Join Date: May 2003
Location: Palm Bay
These cars are a two stroke engine, meaning that they have oil in the fuel. If you don't have blue smoke / oil coming out of the engine, your in trouble, so it is normal for you to have that.
I would check with your local hobby shop, to have them show you some basic steps in tuning the engine. As a beginner, you should get a temp gauge, and take temp readings every day you run the car. Every day is different in tuning the car. Humidity, air temp, all effect the engine, just like in any other form of motorized racing.
This is a modified tuning guide that I updated for CVEC:
Engine tuning: So many variables that you need to consider when tuning your nitro engine: Air temperature, atmosphere pressure, humidity, pipe selections, and even the differences in fuel. All of these things affect a nitro engine. Here is a basic guide line to consider.
To start your nitro engine, raise the idle by closing the idle needle, or turning it clockwise about ¼ - ½ turn from where the engine ran last. This will help keep the engine from flaming out when running it through the tune up routine. Next, start the engine. Make sure to “blip” or “stab” the throttle a few times to keep the engine from loading up. Get the engine up to a reasonable temperature (usually I will try to drive the car / truck around a bit to help get it to temp, around 200 degree’s). Open the top end needle a full turn, and slowly open up the carburetor to full throttle. Don’t run at full throttle more than a few seconds at a time (usually 2 – 4 seconds). Once at full throttle, continue to open the top end needle until it nearly flames out, or stalls out. If it does stall, or flame out, just close the top end needle about a ¼ turn, and restart the engine. From here, close the top end needle until the clutch starts to engage and the wheels start to spin, at full throttle. You’ll hear the difference in RPM’s while you start leaning out the top end. Remember; don’t run at full throttle more than a few seconds at a time. Keep in mind, that you are only adjusting top end at this point. You want to keep a constant smoke trail coming out. Once I find peak RPM’s, I’ll richen the top end 1/8 – ¼ of a turn, counter clockwise. I’ll fine tune on the track, for the conditions. If I’m just playing around with friends, I’ll let it stay a little on the rich side.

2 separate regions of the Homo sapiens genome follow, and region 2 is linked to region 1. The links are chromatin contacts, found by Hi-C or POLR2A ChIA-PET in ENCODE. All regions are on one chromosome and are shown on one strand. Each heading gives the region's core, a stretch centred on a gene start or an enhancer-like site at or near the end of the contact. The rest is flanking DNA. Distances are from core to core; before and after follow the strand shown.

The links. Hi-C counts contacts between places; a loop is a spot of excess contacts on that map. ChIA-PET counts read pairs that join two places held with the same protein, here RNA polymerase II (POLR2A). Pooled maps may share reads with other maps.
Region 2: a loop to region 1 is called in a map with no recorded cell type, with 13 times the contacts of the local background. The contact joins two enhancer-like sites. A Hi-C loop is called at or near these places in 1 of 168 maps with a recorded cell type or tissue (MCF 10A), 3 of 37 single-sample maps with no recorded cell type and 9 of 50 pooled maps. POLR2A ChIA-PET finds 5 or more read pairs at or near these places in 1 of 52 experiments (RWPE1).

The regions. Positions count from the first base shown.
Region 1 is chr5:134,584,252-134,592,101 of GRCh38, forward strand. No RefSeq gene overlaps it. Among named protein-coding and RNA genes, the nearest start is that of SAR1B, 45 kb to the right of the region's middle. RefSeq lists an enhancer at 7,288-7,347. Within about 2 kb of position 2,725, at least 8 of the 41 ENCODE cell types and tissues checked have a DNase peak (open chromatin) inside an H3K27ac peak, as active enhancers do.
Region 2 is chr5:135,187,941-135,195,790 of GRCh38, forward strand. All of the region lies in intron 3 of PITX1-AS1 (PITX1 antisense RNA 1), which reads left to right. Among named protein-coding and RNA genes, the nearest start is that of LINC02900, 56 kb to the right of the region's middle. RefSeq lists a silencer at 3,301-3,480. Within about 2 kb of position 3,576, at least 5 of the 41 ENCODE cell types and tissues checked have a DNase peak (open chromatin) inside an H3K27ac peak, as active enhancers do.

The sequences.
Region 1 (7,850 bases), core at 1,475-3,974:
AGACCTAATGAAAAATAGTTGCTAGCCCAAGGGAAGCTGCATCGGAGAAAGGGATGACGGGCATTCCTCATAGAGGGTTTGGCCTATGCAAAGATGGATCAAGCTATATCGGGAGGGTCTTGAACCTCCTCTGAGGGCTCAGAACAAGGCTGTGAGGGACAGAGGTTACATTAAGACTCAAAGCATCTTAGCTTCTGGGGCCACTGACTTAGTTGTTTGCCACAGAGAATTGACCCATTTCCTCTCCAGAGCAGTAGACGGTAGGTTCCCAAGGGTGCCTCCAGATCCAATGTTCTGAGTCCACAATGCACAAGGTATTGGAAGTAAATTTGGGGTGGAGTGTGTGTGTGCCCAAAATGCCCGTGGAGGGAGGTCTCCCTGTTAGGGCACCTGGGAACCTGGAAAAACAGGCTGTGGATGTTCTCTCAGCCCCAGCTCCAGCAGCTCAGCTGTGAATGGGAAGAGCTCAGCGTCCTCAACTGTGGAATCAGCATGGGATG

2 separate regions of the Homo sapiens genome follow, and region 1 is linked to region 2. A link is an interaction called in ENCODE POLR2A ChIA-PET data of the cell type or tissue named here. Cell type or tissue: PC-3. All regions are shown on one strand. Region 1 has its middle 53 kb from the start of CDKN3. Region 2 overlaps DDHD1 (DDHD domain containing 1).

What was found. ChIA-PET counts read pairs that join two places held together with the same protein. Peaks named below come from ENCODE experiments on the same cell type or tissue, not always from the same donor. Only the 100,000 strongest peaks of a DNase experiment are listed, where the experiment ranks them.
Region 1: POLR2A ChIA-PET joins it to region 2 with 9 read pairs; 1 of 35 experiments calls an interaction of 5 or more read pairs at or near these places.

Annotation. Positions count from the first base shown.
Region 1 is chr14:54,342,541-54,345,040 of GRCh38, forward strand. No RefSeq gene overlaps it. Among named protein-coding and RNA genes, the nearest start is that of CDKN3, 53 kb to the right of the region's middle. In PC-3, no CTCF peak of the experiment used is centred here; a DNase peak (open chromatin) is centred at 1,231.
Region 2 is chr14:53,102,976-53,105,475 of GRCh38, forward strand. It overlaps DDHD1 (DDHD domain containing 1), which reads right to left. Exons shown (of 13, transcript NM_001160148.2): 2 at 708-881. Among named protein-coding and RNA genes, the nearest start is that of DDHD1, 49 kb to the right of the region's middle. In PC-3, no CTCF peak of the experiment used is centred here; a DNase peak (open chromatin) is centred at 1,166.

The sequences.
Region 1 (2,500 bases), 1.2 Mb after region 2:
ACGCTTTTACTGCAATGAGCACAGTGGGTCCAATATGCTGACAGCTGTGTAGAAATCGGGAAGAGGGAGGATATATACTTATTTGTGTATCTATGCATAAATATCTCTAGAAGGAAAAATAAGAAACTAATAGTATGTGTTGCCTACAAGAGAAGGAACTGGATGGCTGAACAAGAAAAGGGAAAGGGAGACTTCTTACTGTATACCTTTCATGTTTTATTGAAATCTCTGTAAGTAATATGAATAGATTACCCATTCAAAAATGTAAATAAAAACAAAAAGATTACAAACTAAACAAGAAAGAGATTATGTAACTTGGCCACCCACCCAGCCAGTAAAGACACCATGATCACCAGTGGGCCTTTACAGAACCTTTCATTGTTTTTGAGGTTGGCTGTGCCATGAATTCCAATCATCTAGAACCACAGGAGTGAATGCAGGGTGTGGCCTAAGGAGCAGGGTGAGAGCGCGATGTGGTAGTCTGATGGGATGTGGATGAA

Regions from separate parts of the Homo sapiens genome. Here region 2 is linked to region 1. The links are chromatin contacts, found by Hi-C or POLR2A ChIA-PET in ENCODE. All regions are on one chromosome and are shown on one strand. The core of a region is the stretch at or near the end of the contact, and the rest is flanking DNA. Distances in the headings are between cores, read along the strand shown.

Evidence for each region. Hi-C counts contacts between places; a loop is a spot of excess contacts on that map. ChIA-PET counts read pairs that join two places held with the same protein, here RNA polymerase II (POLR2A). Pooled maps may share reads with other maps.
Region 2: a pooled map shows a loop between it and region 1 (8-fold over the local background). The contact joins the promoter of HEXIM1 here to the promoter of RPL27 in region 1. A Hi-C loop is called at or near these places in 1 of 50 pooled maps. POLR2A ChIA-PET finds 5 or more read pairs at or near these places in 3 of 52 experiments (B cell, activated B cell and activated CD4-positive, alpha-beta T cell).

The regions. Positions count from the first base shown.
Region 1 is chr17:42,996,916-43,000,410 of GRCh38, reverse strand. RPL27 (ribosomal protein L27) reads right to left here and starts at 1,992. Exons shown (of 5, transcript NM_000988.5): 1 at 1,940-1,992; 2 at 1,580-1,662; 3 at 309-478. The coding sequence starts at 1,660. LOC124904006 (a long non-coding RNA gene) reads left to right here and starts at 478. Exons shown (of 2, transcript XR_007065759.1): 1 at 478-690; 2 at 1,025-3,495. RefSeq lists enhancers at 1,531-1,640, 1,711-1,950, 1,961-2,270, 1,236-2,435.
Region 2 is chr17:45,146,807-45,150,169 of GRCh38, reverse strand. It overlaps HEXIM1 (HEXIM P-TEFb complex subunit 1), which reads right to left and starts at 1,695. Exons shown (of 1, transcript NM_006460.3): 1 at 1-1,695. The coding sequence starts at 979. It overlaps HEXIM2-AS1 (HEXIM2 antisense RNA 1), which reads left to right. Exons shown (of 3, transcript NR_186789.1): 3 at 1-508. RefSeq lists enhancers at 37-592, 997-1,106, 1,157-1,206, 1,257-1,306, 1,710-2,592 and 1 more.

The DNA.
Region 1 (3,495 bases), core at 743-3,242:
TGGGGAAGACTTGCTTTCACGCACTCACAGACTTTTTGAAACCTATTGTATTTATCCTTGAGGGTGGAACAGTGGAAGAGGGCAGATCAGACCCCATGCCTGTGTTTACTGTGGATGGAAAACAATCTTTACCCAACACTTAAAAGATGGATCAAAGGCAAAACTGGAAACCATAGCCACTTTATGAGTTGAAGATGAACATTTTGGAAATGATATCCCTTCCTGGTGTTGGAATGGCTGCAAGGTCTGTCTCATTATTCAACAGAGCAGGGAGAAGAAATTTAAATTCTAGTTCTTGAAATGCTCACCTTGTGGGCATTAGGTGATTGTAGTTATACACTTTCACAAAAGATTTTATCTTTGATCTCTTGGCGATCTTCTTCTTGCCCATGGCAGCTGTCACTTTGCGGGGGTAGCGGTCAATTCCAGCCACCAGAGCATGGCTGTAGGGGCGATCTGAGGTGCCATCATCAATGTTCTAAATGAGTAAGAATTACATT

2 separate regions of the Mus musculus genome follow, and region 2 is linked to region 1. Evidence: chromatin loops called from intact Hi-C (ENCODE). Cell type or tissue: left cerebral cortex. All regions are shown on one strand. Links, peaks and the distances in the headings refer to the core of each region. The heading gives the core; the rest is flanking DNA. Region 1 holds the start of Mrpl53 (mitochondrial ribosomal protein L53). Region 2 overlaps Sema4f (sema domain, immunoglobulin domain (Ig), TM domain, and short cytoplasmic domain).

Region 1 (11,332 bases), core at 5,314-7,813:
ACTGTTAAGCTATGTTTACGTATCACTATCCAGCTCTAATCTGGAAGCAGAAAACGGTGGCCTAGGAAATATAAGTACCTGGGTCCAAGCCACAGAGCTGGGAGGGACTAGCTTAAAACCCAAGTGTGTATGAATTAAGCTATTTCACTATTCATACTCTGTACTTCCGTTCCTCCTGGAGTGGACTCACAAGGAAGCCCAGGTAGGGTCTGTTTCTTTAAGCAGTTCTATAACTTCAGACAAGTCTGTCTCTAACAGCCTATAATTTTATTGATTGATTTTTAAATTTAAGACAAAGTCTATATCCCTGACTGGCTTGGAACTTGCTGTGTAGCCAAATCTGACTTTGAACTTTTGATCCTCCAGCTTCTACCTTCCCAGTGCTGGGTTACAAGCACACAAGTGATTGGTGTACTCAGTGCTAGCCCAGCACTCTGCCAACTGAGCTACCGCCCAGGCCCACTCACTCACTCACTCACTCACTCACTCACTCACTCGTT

Setting the bottom end correctly can not only improve throttle response, and bottom end power, but it can also increase the consistency and reliability of your engine. To set the bottom end, you should listen to the idle speed of the engine. Pay attention if it speeds up or slows down over a 10 – 20 second time frame. I usually will make an adjustment and run the car up and down a small parking lot, or on the race track. If you stop the car, and the idle is racing and then idles down, then your low end needle is set too lean, and you need to open the bottom end needle, usually very small adjustments, 1/16th at a time. If you let the engine idle, and it flames out after 30 seconds or less, then the bottom end is too rich. You should be able to idle your car for 45 seconds, without it flaming or stalling out. A quick way to help you get the bottom end adjusted close, is after the engine is at operating temperature, pinch the fuel line 1 – 2 inches from the carburetor inlet. It should idle for 3 – 4 seconds before stalling. If it takes less than 3 seconds, you are too lean on the bottom end, open it 1/8 of a turn. If it idles with the fuel line pinched for more than 5 seconds, your too rich on the bottom end, need to lean it out a little bit, 1/16th of a turn. At this time, you can set the engine idle to the desired range.
Remember, it’s always better to be too rich vs. too lean!
This should get your engine ready for use, each day before you run. While you’re driving, remember to listen to the engine. Watching the smoke from the engine’s exhaust is okay, but a lot of times, it doesn’t always give you a consistent read of your engines tune. Different fuel mixtures (different brands will use different amounts of oil in the fuel) don’t always yield the same amount of smoke, so it’s important to have another gauge, such as a temperature gauge, sound, and throttle response.
Be patient, and have fun...
Joe Anderson III
Controlled Velocity Engineering Company, LLC
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